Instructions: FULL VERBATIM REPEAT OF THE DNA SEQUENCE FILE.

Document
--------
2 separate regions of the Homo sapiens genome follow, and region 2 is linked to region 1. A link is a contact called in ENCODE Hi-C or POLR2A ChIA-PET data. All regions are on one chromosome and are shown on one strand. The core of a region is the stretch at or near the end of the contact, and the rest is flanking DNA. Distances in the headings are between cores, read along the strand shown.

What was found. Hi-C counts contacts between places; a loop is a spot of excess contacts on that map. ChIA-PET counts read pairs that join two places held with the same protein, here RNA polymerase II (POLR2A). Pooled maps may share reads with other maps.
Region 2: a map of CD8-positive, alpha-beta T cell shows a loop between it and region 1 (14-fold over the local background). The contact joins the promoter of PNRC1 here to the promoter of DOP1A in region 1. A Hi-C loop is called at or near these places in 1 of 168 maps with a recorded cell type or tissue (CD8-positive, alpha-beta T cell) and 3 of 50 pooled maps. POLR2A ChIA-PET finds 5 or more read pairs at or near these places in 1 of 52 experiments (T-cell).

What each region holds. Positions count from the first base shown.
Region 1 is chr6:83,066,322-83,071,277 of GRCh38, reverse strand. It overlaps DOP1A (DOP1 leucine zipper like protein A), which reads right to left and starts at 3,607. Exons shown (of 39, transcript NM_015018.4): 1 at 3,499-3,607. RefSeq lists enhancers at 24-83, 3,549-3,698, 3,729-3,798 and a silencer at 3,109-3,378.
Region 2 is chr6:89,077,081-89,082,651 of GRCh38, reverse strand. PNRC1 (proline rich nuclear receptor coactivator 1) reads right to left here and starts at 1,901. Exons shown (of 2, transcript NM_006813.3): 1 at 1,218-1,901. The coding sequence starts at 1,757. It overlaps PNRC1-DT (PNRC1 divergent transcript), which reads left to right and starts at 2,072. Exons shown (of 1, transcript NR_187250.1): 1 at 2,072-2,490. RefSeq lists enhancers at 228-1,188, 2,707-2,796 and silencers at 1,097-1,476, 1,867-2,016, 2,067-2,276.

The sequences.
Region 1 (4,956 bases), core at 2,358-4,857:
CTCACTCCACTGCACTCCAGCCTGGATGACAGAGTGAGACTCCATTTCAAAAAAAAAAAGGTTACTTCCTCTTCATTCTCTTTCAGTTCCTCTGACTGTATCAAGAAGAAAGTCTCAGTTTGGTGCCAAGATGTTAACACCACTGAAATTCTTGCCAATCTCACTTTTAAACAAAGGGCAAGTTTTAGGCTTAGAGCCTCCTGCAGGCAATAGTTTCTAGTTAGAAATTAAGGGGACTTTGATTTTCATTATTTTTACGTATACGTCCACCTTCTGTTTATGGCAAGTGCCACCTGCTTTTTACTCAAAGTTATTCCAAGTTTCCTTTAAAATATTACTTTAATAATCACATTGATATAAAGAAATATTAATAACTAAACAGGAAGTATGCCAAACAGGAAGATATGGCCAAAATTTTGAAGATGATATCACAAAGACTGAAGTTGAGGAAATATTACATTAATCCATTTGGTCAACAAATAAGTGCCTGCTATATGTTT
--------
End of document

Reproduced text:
2 separate regions of the Homo sapiens genome follow, and region 2 is linked to region 1. A link is a contact called in ENCODE Hi-C or POLR2A ChIA-PET data. All regions are on one chromosome and are shown on one strand. The core of a region is the stretch at or near the end of the contact, and the rest is flanking DNA. Distances in the headings are between cores, read along the strand shown.

What was found. Hi-C counts contacts between places; a loop is a spot of excess contacts on that map. ChIA-PET counts read pairs that join two places held with the same protein, here RNA polymerase II (POLR2A). Pooled maps may share reads with other maps.
Region 2: a map of CD8-positive, alpha-beta T cell shows a loop between it and region 1 (14-fold over the local background). The contact joins the promoter of PNRC1 here to the promoter of DOP1A in region 1. A Hi-C loop is called at or near these places in 1 of 168 maps with a recorded cell type or tissue (CD8-positive, alpha-beta T cell) and 3 of 50 pooled maps. POLR2A ChIA-PET finds 5 or more read pairs at or near these places in 1 of 52 experiments (T-cell).

What each region holds. Positions count from the first base shown.
Region 1 is chr6:83,066,322-83,071,277 of GRCh38, reverse strand. It overlaps DOP1A (DOP1 leucine zipper like protein A), which reads right to left and starts at 3,607. Exons shown (of 39, transcript NM_015018.4): 1 at 3,499-3,607. RefSeq lists enhancers at 24-83, 3,549-3,698, 3,729-3,798 and a silencer at 3,109-3,378.
Region 2 is chr6:89,077,081-89,082,651 of GRCh38, reverse strand. PNRC1 (proline rich nuclear receptor coactivator 1) reads right to left here and starts at 1,901. Exons shown (of 2, transcript NM_006813.3): 1 at 1,218-1,901. The coding sequence starts at 1,757. It overlaps PNRC1-DT (PNRC1 divergent transcript), which reads left to right and starts at 2,072. Exons shown (of 1, transcript NR_187250.1): 1 at 2,072-2,490. RefSeq lists enhancers at 228-1,188, 2,707-2,796 and silencers at 1,097-1,476, 1,867-2,016, 2,067-2,276.

The sequences.
Region 1 (4,956 bases), core at 2,358-4,857:
CTCACTCCACTGCACTCCAGCCTGGATGACAGAGTGAGACTCCATTTCAAAAAAAAAAAGGTTACTTCCTCTTCATTCTCTTTCAGTTCCTCTGACTGTATCAAGAAGAAAGTCTCAGTTTGGTGCCAAGATGTTAACACCACTGAAATTCTTGCCAATCTCACTTTTAAACAAAGGGCAAGTTTTAGGCTTAGAGCCTCCTGCAGGCAATAGTTTCTAGTTAGAAATTAAGGGGACTTTGATTTTCATTATTTTTACGTATACGTCCACCTTCTGTTTATGGCAAGTGCCACCTGCTTTTTACTCAAAGTTATTCCAAGTTTCCTTTAAAATATTACTTTAATAATCACATTGATATAAAGAAATATTAATAACTAAACAGGAAGTATGCCAAACAGGAAGATATGGCCAAAATTTTGAAGATGATATCACAAAGACTGAAGTTGAGGAAATATTACATTAATCCATTTGGTCAACAAATAAGTGCCTGCTATATGTTT